A qualitative approach was adopted for this study because of the need to conduct in-depth investigations into the issue of parental influence on the various aspects of college education. The choice for the qualitative design stemmed from the fact that the research problem was not structured; as a result, there was the need to make use of flexible research methods in order facilitate a comprehensive investigation into the phenomenon under investigation. The aspects that contribute to the uniqueness of the qualitative research in this specific context include providing a broad understanding of the study context, using interactive methods to gather data, and facilitating the exploration of new concepts and issues. The qualitative design was executed using semi-structured interviews conducted on a face-to-face basis with six participants. The participants comprised of college students. Semi-structured interviews refers to a qualitative form of inquiry characterized by researchers using pre-determined set of open questions to guide the discussion with participants while at the same time providing opportunities to follow up on issues emerging in the course of the discussion. The advantage of using semi-structured interviews is that they are sufficiently flexible for the researcher to follow up on responses in order to gather comprehensive information. An interview guide was developed to help in guiding the discussions and captured various aspects including the most important factors influencing participant’s choice of four-year university; influence and involvement of parents at their various stages in education; educational background of parents; and the educational background of their friends and how this influenced their college decisions. Data obtained from the interviews were transcribed. They were later analyzed using thematic analysis. This entailed looking for dominant themes and comparing the responses provided by participants with respect to important issues discussed in the interview. In order to enhance reliability, the study used three interviewers.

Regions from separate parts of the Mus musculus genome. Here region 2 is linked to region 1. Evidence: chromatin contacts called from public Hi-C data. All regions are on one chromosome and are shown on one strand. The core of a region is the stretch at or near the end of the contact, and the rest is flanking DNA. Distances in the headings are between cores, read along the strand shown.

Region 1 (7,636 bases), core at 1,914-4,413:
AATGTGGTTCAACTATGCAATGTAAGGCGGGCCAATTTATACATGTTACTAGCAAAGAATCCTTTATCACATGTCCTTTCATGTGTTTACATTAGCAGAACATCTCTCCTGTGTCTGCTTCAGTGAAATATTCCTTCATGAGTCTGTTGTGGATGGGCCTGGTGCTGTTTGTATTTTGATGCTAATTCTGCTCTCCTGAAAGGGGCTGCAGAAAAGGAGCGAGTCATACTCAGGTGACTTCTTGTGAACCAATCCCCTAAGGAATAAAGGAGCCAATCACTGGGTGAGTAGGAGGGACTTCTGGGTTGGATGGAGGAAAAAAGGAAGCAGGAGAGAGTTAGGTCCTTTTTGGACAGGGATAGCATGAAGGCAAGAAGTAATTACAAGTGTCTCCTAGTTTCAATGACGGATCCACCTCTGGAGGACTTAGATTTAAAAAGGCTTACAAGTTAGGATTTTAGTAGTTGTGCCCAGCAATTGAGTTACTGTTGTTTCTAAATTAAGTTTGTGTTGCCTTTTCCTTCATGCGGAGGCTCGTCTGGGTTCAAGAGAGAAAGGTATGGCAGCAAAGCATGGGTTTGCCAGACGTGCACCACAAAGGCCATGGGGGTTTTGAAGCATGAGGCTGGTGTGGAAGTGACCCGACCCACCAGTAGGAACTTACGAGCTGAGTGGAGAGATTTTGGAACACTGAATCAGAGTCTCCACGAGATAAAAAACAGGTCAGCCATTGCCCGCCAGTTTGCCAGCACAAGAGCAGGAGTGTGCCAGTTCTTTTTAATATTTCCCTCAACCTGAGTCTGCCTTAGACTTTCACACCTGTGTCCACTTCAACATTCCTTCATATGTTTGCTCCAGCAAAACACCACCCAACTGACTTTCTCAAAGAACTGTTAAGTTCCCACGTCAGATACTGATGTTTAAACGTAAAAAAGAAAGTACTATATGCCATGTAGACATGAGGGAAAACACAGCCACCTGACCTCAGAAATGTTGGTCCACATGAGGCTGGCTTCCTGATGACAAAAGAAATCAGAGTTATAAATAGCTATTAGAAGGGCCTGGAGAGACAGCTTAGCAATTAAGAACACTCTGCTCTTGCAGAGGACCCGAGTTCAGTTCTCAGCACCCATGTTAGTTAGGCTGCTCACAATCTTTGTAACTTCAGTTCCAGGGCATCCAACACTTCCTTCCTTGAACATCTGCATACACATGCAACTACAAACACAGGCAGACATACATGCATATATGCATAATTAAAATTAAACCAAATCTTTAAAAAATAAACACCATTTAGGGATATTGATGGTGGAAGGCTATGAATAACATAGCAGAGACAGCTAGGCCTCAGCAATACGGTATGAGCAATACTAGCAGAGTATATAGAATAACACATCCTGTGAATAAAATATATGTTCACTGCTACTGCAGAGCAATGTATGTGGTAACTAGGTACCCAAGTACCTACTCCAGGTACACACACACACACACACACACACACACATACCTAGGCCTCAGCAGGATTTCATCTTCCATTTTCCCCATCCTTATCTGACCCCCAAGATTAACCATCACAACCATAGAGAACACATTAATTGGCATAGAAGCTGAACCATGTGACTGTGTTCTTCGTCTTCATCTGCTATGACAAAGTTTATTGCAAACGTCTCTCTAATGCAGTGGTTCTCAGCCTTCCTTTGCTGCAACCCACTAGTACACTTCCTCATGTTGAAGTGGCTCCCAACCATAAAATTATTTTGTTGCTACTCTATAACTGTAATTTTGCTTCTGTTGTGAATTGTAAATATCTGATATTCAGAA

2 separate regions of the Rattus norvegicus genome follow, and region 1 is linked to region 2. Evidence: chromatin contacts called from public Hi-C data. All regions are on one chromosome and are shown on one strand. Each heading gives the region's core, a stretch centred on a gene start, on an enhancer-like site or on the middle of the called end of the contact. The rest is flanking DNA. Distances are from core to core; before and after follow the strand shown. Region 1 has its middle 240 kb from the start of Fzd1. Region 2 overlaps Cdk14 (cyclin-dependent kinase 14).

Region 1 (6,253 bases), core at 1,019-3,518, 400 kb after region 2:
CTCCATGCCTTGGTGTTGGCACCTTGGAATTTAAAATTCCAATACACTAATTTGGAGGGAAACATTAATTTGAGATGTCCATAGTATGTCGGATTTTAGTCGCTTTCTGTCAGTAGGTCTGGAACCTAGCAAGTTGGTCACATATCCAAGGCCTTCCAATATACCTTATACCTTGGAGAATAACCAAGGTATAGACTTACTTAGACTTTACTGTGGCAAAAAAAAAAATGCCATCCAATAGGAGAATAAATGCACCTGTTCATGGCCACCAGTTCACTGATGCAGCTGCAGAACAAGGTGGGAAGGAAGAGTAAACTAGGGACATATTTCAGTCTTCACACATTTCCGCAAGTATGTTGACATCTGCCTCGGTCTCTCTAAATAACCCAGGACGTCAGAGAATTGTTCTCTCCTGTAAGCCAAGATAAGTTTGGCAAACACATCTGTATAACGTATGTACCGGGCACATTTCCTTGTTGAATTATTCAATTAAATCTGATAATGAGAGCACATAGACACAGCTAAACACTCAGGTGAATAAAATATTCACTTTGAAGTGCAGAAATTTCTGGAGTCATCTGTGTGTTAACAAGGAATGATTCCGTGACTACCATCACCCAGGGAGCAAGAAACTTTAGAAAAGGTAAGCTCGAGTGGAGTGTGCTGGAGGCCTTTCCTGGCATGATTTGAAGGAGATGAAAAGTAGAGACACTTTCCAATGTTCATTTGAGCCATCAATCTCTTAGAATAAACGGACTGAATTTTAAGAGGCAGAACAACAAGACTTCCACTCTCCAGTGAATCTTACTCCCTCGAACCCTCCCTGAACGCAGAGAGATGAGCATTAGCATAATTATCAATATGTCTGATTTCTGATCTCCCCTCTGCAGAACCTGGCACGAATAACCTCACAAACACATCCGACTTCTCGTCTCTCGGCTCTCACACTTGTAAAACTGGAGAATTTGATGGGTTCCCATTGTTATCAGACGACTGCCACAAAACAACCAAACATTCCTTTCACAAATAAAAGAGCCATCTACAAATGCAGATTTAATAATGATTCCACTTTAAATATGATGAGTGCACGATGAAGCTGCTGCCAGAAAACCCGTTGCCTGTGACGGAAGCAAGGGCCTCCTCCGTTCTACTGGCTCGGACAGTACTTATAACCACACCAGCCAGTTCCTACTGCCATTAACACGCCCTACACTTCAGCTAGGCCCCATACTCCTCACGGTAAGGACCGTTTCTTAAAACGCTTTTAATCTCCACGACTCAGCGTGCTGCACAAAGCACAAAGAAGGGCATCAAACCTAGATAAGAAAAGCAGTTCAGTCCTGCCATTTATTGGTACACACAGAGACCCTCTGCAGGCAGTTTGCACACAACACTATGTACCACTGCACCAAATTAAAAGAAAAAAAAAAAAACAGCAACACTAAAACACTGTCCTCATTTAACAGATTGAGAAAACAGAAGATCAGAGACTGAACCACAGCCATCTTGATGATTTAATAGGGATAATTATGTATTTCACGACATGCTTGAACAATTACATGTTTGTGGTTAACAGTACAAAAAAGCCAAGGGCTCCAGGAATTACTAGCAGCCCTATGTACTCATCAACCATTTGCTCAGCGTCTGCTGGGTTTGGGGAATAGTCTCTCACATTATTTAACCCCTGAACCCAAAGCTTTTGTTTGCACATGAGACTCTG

The findings of this study are organized in accordance to themes that emerged from the interview data.
Most Important Factors that Influenced the Decision to Enroll in a Four-Year University
A common theme expressed by all participants regarding the decision to join a four-year college is the expectations from their parents. Three out of the six students who participated in the interview cited the important role that their parents played influencing the decision to enroll in a four-year college. For instance, Allison cited that her parents had gone to college; thus, it was expected of her to follow the same path. She stated, I think part of going to a four-year university is you grow up knowing kind of without questioning that you are going to college. Coming from a family where your parents go to college and it is always somewhat expected of you…” Similarly, Maddie stated that she had no option but to go to college. She said, “Definitely my parents because it was never really an option for me to go to college. [Like] it was inevitable so that was definitely a driving factor…” Apart from setting expectations to go to college, another role that parents played in that decision involved encouraging their children to pursue college education. One respondent, Amber, noted that her parents encouraged her to pursue education beyond high school. Amber also noted that she acknowledges the importance of education because her parents are both working in the medical profession. Amber stated:
Well, I think that I [don’t] want to say that my parents pushed me to go to a four year university but they definitely encouraged me and my sister to pursue our education further than a high school degree because both of them work in the medical field and growing up they kind of showed us how it is important to have a college education..
Majority of the respondents are appreciative of the role that their parents played in their college education. For instance, Barota said, “my mom, really wanted me to go to college and graduate since she did not get the opportunity to do that. They were both so excited at my graduation, probably since it took me longer than most to finish…”
Another important factor cited by respondents that influenced the decision to enroll in a four-year university relates to the influence of family and people around. For instance, Barota, a recent human resources graduate from San Jose State University was of the view that going to college was best way to secure a well-paying job and be able to raise a family and live happily; this worldview was shaped through observing the people around him. Other factors cited by respondents that were important in influencing their decision to go to a four-year college included college scholarship as mentioned by Maddie; the need to be successful later in life as mentioned by Katie; and athletic scholarships as mentioned by Amber.